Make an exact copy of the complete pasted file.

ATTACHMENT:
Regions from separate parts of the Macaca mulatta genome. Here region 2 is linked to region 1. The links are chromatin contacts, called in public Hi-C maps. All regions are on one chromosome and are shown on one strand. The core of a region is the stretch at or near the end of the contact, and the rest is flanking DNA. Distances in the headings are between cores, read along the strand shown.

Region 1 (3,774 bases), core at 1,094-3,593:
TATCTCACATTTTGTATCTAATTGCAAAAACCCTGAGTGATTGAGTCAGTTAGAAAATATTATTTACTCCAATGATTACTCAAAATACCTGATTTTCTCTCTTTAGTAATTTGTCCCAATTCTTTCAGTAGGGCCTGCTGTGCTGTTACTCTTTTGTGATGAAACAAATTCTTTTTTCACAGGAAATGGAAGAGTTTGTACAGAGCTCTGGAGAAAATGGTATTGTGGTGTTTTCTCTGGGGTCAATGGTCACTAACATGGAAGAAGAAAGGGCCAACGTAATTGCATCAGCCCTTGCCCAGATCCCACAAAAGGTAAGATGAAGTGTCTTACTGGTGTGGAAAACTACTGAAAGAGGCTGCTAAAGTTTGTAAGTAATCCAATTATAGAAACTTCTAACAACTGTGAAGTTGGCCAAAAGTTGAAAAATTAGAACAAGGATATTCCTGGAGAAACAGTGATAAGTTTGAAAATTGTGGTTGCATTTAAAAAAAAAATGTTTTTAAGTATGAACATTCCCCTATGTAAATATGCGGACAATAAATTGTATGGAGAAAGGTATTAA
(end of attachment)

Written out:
Regions from separate parts of the Macaca mulatta genome. Here region 2 is linked to region 1. The links are chromatin contacts, called in public Hi-C maps. All regions are on one chromosome and are shown on one strand. The core of a region is the stretch at or near the end of the contact, and the rest is flanking DNA. Distances in the headings are between cores, read along the strand shown.

Region 1 (3,774 bases), core at 1,094-3,593:
TATCTCACATTTTGTATCTAATTGCAAAAACCCTGAGTGATTGAGTCAGTTAGAAAATATTATTTACTCCAATGATTACTCAAAATACCTGATTTTCTCTCTTTAGTAATTTGTCCCAATTCTTTCAGTAGGGCCTGCTGTGCTGTTACTCTTTTGTGATGAAACAAATTCTTTTTTCACAGGAAATGGAAGAGTTTGTACAGAGCTCTGGAGAAAATGGTATTGTGGTGTTTTCTCTGGGGTCAATGGTCACTAACATGGAAGAAGAAAGGGCCAACGTAATTGCATCAGCCCTTGCCCAGATCCCACAAAAGGTAAGATGAAGTGTCTTACTGGTGTGGAAAACTACTGAAAGAGGCTGCTAAAGTTTGTAAGTAATCCAATTATAGAAACTTCTAACAACTGTGAAGTTGGCCAAAAGTTGAAAAATTAGAACAAGGATATTCCTGGAGAAACAGTGATAAGTTTGAAAATTGTGGTTGCATTTAAAAAAAAAATGTTTTTAAGTATGAACATTCCCCTATGTAAATATGCGGACAATAAATTGTATGGAGAAAGGTATTAA